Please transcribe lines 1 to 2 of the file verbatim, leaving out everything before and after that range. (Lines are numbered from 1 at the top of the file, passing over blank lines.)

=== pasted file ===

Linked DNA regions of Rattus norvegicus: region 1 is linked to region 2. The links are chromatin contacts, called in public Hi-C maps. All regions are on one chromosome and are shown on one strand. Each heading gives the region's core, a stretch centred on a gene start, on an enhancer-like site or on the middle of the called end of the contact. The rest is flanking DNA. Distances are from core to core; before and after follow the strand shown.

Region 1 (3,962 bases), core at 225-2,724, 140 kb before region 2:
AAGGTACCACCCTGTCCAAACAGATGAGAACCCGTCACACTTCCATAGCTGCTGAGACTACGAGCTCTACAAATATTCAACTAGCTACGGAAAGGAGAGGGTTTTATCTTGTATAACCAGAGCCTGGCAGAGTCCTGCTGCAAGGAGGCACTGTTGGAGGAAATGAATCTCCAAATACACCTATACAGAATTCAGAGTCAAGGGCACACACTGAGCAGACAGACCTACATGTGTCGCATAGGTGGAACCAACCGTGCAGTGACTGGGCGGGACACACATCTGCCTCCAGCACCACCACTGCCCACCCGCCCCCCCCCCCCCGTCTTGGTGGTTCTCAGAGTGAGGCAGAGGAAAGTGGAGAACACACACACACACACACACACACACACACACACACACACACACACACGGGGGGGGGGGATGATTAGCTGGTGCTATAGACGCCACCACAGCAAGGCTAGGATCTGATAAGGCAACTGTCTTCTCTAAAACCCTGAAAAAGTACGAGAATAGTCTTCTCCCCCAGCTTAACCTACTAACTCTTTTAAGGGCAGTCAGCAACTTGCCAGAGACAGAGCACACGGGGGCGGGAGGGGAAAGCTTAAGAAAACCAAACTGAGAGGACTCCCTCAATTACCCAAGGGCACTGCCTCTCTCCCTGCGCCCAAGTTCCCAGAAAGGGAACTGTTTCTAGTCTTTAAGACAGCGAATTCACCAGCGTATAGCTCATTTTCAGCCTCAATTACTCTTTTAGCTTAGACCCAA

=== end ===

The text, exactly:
Linked DNA regions of Rattus norvegicus: region 1 is linked to region 2. The links are chromatin contacts, called in public Hi-C maps. All regions are on one chromosome and are shown on one strand. Each heading gives the region's core, a stretch centred on a gene start, on an enhancer-like site or on the middle of the called end of the contact. The rest is flanking DNA. Distances are from core to core; before and after follow the strand shown.

Region 1 (3,962 bases), core at 225-2,724, 140 kb before region 2: